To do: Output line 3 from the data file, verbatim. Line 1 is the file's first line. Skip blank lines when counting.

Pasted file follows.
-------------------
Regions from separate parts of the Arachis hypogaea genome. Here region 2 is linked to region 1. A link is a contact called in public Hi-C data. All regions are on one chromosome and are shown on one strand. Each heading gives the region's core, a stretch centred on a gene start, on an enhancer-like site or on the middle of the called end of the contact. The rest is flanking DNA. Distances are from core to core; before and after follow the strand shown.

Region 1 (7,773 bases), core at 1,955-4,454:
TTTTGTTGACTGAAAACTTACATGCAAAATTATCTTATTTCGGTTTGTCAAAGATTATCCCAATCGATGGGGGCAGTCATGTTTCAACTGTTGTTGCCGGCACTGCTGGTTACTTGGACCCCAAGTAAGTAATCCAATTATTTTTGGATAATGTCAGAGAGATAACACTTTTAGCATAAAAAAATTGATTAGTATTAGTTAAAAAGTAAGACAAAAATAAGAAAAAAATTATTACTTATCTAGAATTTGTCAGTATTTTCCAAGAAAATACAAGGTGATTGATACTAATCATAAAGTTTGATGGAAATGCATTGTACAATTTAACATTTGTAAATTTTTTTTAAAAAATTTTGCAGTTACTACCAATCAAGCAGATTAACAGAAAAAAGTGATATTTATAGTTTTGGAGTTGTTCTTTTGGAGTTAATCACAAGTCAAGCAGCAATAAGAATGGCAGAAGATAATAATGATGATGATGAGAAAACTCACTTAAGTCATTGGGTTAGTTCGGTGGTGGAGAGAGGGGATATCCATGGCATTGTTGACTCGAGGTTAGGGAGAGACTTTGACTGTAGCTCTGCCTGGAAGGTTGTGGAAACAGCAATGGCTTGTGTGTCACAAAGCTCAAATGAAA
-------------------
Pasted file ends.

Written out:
TTTTGTTGACTGAAAACTTACATGCAAAATTATCTTATTTCGGTTTGTCAAAGATTATCCCAATCGATGGGGGCAGTCATGTTTCAACTGTTGTTGCCGGCACTGCTGGTTACTTGGACCCCAAGTAAGTAATCCAATTATTTTTGGATAATGTCAGAGAGATAACACTTTTAGCATAAAAAAATTGATTAGTATTAGTTAAAAAGTAAGACAAAAATAAGAAAAAAATTATTACTTATCTAGAATTTGTCAGTATTTTCCAAGAAAATACAAGGTGATTGATACTAATCATAAAGTTTGATGGAAATGCATTGTACAATTTAACATTTGTAAATTTTTTTTAAAAAATTTTGCAGTTACTACCAATCAAGCAGATTAACAGAAAAAAGTGATATTTATAGTTTTGGAGTTGTTCTTTTGGAGTTAATCACAAGTCAAGCAGCAATAAGAATGGCAGAAGATAATAATGATGATGATGAGAAAACTCACTTAAGTCATTGGGTTAGTTCGGTGGTGGAGAGAGGGGATATCCATGGCATTGTTGACTCGAGGTTAGGGAGAGACTTTGACTGTAGCTCTGCCTGGAAGGTTGTGGAAACAGCAATGGCTTGTGTGTCACAAAGCTCAAATGAAA